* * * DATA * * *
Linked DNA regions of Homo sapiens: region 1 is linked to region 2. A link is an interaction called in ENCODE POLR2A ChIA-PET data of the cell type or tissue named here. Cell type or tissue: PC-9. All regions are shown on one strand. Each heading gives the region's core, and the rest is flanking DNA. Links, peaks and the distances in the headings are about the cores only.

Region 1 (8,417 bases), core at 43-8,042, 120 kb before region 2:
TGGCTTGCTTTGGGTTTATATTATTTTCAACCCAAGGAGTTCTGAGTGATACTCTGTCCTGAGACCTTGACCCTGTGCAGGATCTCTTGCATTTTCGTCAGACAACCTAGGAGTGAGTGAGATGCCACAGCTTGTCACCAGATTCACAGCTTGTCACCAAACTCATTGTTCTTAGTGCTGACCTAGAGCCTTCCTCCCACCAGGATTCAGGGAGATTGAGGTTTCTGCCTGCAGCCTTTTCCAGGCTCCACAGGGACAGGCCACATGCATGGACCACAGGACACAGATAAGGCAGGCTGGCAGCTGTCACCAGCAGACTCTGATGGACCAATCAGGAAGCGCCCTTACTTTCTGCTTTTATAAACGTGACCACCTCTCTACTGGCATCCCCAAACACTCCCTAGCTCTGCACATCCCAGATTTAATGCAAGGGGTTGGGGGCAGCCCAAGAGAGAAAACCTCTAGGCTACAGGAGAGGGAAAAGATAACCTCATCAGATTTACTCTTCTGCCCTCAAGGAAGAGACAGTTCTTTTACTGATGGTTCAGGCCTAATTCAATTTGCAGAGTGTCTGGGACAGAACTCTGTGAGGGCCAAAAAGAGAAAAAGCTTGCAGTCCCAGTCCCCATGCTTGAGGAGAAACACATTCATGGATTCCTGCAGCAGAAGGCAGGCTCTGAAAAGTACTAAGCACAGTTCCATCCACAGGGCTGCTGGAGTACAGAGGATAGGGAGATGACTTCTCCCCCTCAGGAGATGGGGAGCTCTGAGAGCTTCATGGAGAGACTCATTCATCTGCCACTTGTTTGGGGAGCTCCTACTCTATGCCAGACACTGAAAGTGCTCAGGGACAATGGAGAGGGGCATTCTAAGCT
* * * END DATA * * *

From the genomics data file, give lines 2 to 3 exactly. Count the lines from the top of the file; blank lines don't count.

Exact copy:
Region 1 (8,417 bases), core at 43-8,042, 120 kb before region 2:
TGGCTTGCTTTGGGTTTATATTATTTTCAACCCAAGGAGTTCTGAGTGATACTCTGTCCTGAGACCTTGACCCTGTGCAGGATCTCTTGCATTTTCGTCAGACAACCTAGGAGTGAGTGAGATGCCACAGCTTGTCACCAGATTCACAGCTTGTCACCAAACTCATTGTTCTTAGTGCTGACCTAGAGCCTTCCTCCCACCAGGATTCAGGGAGATTGAGGTTTCTGCCTGCAGCCTTTTCCAGGCTCCACAGGGACAGGCCACATGCATGGACCACAGGACACAGATAAGGCAGGCTGGCAGCTGTCACCAGCAGACTCTGATGGACCAATCAGGAAGCGCCCTTACTTTCTGCTTTTATAAACGTGACCACCTCTCTACTGGCATCCCCAAACACTCCCTAGCTCTGCACATCCCAGATTTAATGCAAGGGGTTGGGGGCAGCCCAAGAGAGAAAACCTCTAGGCTACAGGAGAGGGAAAAGATAACCTCATCAGATTTACTCTTCTGCCCTCAAGGAAGAGACAGTTCTTTTACTGATGGTTCAGGCCTAATTCAATTTGCAGAGTGTCTGGGACAGAACTCTGTGAGGGCCAAAAAGAGAAAAAGCTTGCAGTCCCAGTCCCCATGCTTGAGGAGAAACACATTCATGGATTCCTGCAGCAGAAGGCAGGCTCTGAAAAGTACTAAGCACAGTTCCATCCACAGGGCTGCTGGAGTACAGAGGATAGGGAGATGACTTCTCCCCCTCAGGAGATGGGGAGCTCTGAGAGCTTCATGGAGAGACTCATTCATCTGCCACTTGTTTGGGGAGCTCCTACTCTATGCCAGACACTGAAAGTGCTCAGGGACAATGGAGAGGGGCATTCTAAGCT